Stemming from my last discussion on condiment cups, I thought I would share with you all another object that I have found very useful for germinating seeds. At work each morning, one of the girls I work with prepares up to five container of strawberries for parfaits. Typically, the plastic strawberry containers are recycled; however, I have collected (not hoarded) a small stack of them to use as germination trays.

Germination Greenhouse

Having cut the lid away, I placed a shallow layer of small stones along the bottom of the container. This allows for good drainage, and keeps dirt from falling through the large hole at the bottom edges. Next, I filled the tray 3/4 full with highly nutrient potting soil. Gently press the soil evenly with your fingers. If the soil remains higher in the middle than on the edges, the depths of the seeds will vary.

I find it easiest to wet the soil prior to planting. This keeps the seeds from being disturbed during initial watering.  Finally, plant the seeds according to their prescribed depth.

To create a humid environment, cut the lid and rim off of another container. When the second container is turn upside down it can be placed over the soil, resting just between the soil and the inside edge of the main growing bed. This will help to keep the soil moist and will create a wonderful environment for germination. I placed my container on a plate, allowing me to water it from the bottom. As you can see in the picture, the seeds have already begun to germinate. I planted about 12 tomato, broccoli, and cabbage seeds on December 3rd. The broccoli had all sprouted by December 6th, the tomatoes the 7th, and the cabbage began sprouting today!

Another method is to leave the original lid attached to the container, and simply use it to close the system; however, you will quickly need to remove it, because it will hinder the growth of the new seedlings.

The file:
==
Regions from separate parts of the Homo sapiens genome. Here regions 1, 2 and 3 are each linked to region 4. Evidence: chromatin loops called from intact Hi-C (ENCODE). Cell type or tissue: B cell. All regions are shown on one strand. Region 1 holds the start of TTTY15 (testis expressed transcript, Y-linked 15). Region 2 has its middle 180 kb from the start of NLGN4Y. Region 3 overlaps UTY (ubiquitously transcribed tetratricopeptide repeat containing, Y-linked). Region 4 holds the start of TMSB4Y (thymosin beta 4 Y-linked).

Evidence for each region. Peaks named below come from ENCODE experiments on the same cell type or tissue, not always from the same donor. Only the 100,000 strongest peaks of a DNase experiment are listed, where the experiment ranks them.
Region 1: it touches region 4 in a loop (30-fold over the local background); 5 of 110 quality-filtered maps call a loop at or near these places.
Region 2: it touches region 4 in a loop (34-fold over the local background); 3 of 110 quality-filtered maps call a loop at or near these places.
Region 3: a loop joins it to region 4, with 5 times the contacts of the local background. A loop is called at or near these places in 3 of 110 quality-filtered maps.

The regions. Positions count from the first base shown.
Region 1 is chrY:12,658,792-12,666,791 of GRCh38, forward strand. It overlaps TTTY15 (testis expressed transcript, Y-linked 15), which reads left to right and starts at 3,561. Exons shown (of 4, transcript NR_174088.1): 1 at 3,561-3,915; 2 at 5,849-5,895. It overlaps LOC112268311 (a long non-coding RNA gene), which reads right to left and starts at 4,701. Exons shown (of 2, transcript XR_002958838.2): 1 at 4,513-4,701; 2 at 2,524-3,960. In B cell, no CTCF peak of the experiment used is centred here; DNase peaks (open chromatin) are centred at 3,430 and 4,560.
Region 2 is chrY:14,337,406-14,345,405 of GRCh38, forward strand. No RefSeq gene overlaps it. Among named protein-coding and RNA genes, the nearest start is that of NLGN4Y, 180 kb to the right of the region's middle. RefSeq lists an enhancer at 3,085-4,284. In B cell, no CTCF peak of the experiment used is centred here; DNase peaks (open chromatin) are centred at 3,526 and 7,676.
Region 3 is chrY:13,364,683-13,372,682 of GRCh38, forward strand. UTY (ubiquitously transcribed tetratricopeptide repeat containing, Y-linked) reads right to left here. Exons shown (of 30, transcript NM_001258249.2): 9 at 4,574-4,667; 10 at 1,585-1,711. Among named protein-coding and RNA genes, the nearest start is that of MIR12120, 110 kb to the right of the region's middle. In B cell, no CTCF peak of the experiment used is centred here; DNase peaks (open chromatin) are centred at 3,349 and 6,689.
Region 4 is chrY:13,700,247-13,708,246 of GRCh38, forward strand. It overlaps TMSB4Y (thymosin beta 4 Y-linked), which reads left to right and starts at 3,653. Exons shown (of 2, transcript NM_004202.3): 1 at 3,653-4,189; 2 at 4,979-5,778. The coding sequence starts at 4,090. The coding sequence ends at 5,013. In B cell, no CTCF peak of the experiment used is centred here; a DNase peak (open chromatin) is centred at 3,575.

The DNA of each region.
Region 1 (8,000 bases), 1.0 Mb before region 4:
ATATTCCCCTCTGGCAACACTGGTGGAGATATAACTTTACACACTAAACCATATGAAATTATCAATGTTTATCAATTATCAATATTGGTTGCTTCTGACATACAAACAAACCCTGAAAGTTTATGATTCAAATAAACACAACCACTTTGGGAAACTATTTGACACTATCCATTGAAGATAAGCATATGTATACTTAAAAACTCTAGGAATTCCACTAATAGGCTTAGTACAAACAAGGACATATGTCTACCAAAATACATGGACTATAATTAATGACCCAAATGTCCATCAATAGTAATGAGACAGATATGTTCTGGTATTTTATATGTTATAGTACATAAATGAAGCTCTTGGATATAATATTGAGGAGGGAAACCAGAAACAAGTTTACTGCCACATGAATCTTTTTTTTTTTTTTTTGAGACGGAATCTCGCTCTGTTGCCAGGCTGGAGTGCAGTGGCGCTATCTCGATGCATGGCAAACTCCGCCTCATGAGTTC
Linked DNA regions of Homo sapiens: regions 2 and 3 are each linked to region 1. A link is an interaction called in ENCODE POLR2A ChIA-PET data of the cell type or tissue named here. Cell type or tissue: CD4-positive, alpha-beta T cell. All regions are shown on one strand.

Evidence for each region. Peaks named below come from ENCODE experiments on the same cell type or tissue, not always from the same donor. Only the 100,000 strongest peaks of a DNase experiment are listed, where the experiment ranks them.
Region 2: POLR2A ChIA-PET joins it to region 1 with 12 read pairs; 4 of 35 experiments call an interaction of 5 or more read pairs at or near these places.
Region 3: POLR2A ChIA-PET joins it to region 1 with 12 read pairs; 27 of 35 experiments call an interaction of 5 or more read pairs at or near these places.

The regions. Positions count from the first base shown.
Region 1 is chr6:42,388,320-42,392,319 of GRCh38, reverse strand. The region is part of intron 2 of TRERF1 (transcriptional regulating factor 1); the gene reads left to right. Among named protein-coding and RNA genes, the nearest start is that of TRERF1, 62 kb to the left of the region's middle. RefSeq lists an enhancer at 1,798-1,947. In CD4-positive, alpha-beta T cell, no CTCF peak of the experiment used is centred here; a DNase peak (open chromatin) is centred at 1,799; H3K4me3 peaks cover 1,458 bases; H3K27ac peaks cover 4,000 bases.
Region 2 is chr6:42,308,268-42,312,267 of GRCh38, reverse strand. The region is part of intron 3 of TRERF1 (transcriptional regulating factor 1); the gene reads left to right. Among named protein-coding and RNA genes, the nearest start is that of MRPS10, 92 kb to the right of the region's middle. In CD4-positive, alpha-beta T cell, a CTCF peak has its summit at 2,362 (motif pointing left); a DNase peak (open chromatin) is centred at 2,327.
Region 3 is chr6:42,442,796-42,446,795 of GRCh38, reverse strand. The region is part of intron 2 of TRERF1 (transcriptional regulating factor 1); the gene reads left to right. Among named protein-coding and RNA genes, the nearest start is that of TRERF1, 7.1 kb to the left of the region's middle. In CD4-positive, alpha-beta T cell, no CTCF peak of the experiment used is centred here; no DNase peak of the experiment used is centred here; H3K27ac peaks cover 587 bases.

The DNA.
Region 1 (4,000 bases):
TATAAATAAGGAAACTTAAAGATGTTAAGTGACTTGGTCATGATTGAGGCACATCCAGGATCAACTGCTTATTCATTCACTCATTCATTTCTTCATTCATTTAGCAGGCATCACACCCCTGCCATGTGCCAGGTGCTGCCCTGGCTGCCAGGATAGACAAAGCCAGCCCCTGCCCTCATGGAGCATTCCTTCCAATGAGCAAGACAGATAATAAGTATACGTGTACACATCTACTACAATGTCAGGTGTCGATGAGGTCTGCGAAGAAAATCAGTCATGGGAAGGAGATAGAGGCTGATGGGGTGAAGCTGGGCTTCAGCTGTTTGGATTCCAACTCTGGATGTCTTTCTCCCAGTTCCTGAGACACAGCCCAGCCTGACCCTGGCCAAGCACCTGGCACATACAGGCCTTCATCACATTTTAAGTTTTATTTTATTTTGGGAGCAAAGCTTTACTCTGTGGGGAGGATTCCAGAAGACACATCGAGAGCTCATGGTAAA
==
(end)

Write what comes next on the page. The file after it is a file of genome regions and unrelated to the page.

Condiment Seedlings

In Propagation on December 8, 2010 at 2:08 am

Recycling seems to be one of the most common talking points of Envi Sci students. In regard to cycling, I have found a great way to reuse the plastic condiment containers from the restaurants on campus.

I am a collector (not a hoarder!), and as a result, I have gathered a small stack of black, lidded, condiment containers. After having been thoroughly washed out, without soap, I have found a way to put them to good use.

After poking three small holes in the bottom of the containers, I filled them about three-quarters full with highly nutrient potting medium. Using the tip of your finger, gently press the media flat along the top, creating a nice, level growing area.

Planting

Depending on the seeds, you will need to determine how deep they should be planted. I planted cucumber seeds in my containers, so it was easiest to use a pencil to make a small hole in the soil. I then placed the seeds into the holes, and covered them over.

Next, water the soil thoroughly, and cover it with the clear lid. This will maintain a highly humid environment, perfect for germination. Place the containers in an area where they will receive the light necessary for germination.

Final Germination Container

Once the seeds have germinated, remove the lids. Leaving the lids in place will restrict growth and will not allow for sufficient air circulation for the seedlings. Once true leaves have formed, the plants can be transplanted outdoors, into larger pots for container gardening, or into your aquaponics system.